Monday, March 27

Nikkei falls to 15-month low as Russia launches attack on Ukraine

The Nikkei stock index plunged on Thursday, falling below 26,000 for the first time since November 2020, as Russia launched a major attack against Ukraine, raising concerns over the outlook for energy prices and the impact on the global economy.

The 225-issue Nikkei Stock Average ended down 478.79 points, or 1.81 percent, from Tuesday at 25,970.82, its lowest closing level since Nov. 20, 2020. Japanese financial markets were closed Wednesday for a national holiday. The broader Topix index of all First Section issues on the Tokyo Stock Exchange finished 23.50 points, or 1.25 percent, lower at 1,857.58.

Investors fled to government bonds, the yen and other safe-haven assets as Russia launched what Kyiv called “a full-scale invasion” following Russian President Vladimir Putin’s announcement to carry out a “special military operation” in eastern Ukraine.

A financial board in Tokyo shows the Nikkei Stock Average closing below 26,000 on Feb. 24, 2022. (Kyodo)

The yield on the benchmark 10-year Japanese government bond inched down 0.005 percentage point from Tuesday’s close to 0.185 percent. Bond yields move inversely to prices.

The U.S. dollar fell to the mid-114 yen range from around the 115 yen line.

At 5 p.m., the dollar fetched 114.61-62 yen compared with 114.95-115.05 yen in New York at 5 p.m. Wednesday.

The euro was quoted at $1.1245-1246 and 128.88-92 yen against $1.1299-1309 and 129.98-130.08 yen in New York late Wednesday afternoon.

Meanwhile, the Russian ruble plummeted to a record low against the U.S. dollar, according to Reuters.

Tokyo stocks extended a losing streak to five sessions as the market remained under pressure on Ukraine concerns. The Nikkei index plunged in the afternoon, briefly losing over 600 points.

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Crude oil prices soared due to expectations that Moscow’s military action would lead to disruption of oil supplies from Russia. Benchmark Brent crude futures briefly surpassed $100 per barrel for the first time since September 2014.

“Market participants turned risk-averse following the reports. As uncertainties remain over the situation, the Nikkei index could lose further ground following new developments,” said Shingo Ide, chief equity strategist at NLI Research Institute.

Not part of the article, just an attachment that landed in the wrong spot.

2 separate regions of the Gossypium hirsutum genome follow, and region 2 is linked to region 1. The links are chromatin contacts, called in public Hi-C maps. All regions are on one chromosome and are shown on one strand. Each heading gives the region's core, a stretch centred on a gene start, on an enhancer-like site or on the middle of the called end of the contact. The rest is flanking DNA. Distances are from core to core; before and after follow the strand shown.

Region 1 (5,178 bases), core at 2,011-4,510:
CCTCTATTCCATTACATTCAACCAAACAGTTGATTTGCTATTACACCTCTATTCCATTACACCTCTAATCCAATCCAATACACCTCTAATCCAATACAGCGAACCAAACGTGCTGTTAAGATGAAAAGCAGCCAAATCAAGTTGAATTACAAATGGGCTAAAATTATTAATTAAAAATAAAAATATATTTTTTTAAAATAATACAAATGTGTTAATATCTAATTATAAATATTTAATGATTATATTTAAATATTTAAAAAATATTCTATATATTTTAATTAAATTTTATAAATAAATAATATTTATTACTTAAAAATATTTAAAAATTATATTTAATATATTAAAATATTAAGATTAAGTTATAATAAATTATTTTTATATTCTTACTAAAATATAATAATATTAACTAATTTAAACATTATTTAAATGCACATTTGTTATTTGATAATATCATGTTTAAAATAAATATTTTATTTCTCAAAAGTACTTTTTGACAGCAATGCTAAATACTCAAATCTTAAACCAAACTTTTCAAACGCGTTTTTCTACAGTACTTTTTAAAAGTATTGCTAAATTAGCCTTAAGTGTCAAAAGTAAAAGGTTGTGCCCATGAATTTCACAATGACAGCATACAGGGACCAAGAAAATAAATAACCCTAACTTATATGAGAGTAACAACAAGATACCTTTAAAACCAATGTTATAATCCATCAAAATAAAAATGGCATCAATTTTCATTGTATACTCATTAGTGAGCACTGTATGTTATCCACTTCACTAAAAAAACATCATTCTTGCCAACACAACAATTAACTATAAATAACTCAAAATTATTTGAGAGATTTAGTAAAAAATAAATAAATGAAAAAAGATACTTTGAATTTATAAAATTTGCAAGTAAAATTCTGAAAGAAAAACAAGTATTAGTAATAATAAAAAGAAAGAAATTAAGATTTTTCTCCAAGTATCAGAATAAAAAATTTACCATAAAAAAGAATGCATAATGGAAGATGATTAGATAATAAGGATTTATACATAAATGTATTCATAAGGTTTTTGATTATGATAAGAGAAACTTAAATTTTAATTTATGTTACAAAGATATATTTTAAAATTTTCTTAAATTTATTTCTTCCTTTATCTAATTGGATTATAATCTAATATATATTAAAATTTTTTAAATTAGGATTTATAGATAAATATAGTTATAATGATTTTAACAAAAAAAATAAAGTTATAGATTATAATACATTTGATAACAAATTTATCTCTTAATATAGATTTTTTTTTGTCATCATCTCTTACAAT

Ide said that investors are worried that continuing geopolitical tensions could spur inflation due to a further increase in crude oil prices.

Related coverage:

Russia launches “full-scale invasion” of Ukraine, sparks int’l outcry

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“Investors are worried that higher energy prices could cool the economy. Another concern is that the U.S. Federal Reserve may tighten its monetary policy drastically to battle a possible rise in inflation,” Ide said.

Putin’s announcement of a “special military operation” in eastern Ukraine came amid Western countries’ last-minute pleas to prevent a war in the heart of Europe.

Major stock markets worldwide have been hit by fears over a large-scale Russian invasion and its impact on the global economy, with the Dow Jones Industrial Average extending its losing streak to five days on Wednesday.

On the First Section, declining issues outnumbered advancers 1,294 to 824, while 64 ended unchanged. Decliners were led by air transportation, rubber product and glass and ceramics issues.

Rubber product issues were weak on concerns that higher raw material costs would adversely impact the rubber industry’s revenues.

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Yokohama Rubber sank 80 yen, or 4.7 percent, to 1,615 yen, and Bridgestone fell 266 yen, or 5.4 percent, to 4,682 yen.

Some technology-related shares fell on losses on the U.S. Nasdaq index, brokers said. Industrial robot maker Fanuc fell 1,160 yen, or 5.4 percent, to 20,255 yen, and semiconductor maker Screen Holdings lost 590 yen, or 5.4 percent, to 10,320 yen.

Trading volume on the main section rose to 1,594.12 million shares from Tuesday’s 1,138.93 million shares.

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